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Why We Procrastinate - Issue 9: Time - Nautilus

Stashed in: Time, Decisions, Awesome, Philosophy, Ethics, Books!, Psychology!, Becoming, Morals, Procrastination, Brilliant Insight, Psychology

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Don't be tricked by the title of the article. It's way better than that!

"Parfit’s view was controversial even among philosophers. But psychologists are beginning to understand that it may accurately describe our attitudes towards our own decision-making: It turns out that we see our future selves as strangers. Though we will inevitably share their fates, the people we will become in a decade, quarter century, or more, are unknown to us. This impedes our ability to make good choices on their—which of course is our own—behalf. That bright, shiny New Year’s resolution? If you feel perfectly justified in breaking it, it may be because it feels like it was a promise someone else made."

If we see our future selves as strangers, how can we hope to reconcile that?

I can only think seriously of trying to live up to an ideal, to improve myself, if I am split in two pieces. There must be a good “I” who is going to improve the bad “me.” “I,” who has the best intentions, will go to work on wayward “me,” and the tussle between the two will very much stress the difference between them. Consequently “I” will feel more separate than ever, and so merely increase the lonely and cut-off feelings which make “me” behave so badly.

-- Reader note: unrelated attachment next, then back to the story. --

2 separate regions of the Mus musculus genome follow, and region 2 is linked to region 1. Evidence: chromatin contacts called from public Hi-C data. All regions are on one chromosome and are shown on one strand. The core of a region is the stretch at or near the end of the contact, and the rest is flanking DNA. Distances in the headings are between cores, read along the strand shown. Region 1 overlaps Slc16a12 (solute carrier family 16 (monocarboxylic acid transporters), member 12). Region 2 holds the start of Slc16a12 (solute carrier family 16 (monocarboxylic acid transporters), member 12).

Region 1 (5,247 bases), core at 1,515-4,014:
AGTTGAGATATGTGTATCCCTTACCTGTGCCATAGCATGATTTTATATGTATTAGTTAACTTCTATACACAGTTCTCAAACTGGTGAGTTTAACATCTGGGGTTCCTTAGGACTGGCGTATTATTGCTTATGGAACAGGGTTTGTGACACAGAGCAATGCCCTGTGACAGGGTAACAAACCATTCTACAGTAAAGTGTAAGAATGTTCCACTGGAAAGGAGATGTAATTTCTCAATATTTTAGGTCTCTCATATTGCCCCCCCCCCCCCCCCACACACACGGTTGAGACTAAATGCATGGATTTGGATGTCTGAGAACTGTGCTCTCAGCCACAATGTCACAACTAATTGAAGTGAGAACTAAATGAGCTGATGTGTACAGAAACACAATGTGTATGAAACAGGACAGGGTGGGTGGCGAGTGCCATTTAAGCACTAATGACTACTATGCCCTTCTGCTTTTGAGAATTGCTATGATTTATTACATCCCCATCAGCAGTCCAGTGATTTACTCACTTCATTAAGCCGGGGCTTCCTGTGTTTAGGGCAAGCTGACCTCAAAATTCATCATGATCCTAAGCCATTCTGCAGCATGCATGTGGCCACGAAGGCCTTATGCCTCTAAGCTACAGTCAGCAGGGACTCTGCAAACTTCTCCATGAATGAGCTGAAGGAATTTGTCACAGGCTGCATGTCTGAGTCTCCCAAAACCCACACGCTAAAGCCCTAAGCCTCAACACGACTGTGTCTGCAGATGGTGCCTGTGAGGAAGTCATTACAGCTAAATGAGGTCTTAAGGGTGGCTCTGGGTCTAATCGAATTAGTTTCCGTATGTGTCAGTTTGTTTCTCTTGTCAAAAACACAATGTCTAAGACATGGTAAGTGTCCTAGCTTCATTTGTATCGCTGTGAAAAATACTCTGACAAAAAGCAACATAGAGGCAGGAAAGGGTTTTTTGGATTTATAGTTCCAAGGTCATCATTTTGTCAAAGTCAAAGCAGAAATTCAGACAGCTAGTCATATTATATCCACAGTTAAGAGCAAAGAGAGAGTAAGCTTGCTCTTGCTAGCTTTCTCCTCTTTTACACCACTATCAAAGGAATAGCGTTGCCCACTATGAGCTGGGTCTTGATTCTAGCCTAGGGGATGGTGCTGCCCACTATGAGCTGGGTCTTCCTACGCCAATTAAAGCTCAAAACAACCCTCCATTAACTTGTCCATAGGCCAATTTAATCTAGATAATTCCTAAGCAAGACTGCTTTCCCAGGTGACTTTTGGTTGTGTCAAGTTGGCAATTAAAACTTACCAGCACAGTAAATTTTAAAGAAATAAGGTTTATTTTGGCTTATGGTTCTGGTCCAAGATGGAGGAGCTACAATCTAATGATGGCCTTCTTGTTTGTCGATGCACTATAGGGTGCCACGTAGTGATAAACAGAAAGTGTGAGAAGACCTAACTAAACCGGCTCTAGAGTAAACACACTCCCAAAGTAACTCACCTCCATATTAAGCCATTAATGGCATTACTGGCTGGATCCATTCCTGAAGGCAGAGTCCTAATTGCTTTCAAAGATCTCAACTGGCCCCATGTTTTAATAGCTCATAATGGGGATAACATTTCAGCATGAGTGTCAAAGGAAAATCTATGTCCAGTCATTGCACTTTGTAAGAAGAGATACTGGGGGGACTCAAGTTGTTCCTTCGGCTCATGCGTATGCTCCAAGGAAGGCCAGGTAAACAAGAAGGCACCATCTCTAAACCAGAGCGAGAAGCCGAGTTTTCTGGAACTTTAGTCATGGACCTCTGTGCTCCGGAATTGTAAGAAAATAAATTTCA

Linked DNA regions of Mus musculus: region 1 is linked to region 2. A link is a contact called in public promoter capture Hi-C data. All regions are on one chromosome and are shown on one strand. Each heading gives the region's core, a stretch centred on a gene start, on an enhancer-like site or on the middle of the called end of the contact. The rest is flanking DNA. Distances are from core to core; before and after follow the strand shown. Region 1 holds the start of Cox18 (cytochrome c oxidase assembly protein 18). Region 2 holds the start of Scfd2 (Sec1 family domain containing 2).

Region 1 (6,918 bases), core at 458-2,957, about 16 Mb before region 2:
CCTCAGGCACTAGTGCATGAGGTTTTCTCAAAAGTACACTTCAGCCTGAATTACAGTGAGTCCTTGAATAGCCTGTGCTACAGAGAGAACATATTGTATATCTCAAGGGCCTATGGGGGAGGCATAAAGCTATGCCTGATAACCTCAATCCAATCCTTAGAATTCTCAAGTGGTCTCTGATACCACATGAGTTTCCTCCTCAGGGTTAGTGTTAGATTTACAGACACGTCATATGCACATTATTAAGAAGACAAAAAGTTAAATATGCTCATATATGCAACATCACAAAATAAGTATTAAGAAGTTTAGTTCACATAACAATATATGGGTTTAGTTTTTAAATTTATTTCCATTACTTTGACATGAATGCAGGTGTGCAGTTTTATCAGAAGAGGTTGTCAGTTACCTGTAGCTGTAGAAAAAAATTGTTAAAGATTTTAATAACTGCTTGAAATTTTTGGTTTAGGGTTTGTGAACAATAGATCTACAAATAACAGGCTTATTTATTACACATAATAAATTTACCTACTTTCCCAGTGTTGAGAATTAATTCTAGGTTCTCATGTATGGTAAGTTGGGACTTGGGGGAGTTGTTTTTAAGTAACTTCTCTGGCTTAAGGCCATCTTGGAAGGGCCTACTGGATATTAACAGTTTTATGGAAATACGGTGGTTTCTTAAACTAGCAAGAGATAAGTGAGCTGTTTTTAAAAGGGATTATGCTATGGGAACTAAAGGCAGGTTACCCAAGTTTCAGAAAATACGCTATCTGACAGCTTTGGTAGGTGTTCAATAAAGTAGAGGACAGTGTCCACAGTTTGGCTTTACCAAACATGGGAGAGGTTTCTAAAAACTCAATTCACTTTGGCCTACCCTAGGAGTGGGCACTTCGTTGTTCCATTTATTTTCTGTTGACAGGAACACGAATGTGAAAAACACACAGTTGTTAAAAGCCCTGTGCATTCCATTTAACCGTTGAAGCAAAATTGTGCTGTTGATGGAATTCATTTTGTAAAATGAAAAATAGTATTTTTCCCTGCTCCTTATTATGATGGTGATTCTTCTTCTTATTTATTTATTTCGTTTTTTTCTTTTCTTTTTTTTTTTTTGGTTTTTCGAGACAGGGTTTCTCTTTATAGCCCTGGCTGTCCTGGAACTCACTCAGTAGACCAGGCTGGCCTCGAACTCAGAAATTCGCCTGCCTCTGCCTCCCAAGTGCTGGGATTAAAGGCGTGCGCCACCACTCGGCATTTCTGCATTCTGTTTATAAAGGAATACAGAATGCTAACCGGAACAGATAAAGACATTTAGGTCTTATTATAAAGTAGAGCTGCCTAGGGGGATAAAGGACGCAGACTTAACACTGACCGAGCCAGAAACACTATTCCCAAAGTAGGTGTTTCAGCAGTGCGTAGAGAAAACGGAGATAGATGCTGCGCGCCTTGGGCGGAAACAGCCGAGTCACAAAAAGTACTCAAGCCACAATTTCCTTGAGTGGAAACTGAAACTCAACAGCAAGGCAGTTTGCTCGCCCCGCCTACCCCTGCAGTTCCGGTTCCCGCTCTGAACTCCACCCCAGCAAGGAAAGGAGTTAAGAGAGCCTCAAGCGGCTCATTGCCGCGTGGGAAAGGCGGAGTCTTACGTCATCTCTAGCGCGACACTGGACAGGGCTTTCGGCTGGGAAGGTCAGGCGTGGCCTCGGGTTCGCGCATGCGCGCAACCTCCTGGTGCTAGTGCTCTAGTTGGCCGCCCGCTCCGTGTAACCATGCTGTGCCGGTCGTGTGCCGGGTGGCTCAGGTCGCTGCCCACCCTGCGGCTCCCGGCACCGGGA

We are feedback loops:

We become the stories we tell ourselves.

Very interesting.  I also looked up Derek Parfit's book: Reasons and Persons, it's a lengthy 560 pages, but all reviews say it is a must read, I'm going to try to get around to it ;)  Here is a review of the book from Amazon:

"When I first read this book on a trip across Europe, I was blown away: I remember thinking again and again "How can something this blow-the-roof-off important be published so late in the game?" Parfit shows how some of our most common-sensical beliefs about self-interest, ethics, personal identity, and (perhaps most interestingly) our obligations to future generations are beset with surprising and thorny problems, or even flatly self-contradictory or incoherent. He's also the master of the subtle-but-important distinction. Probably several longish books could be spun out from all the original material in Reasons and Persons-- certainly many journal articles already have been! However: while Parfit's style is very clear, and he doesn't refer as extensively as some philosophers to the work of previous authors, I probably wouldn't want to tackle this bad boy without at least some training in philosophy. "

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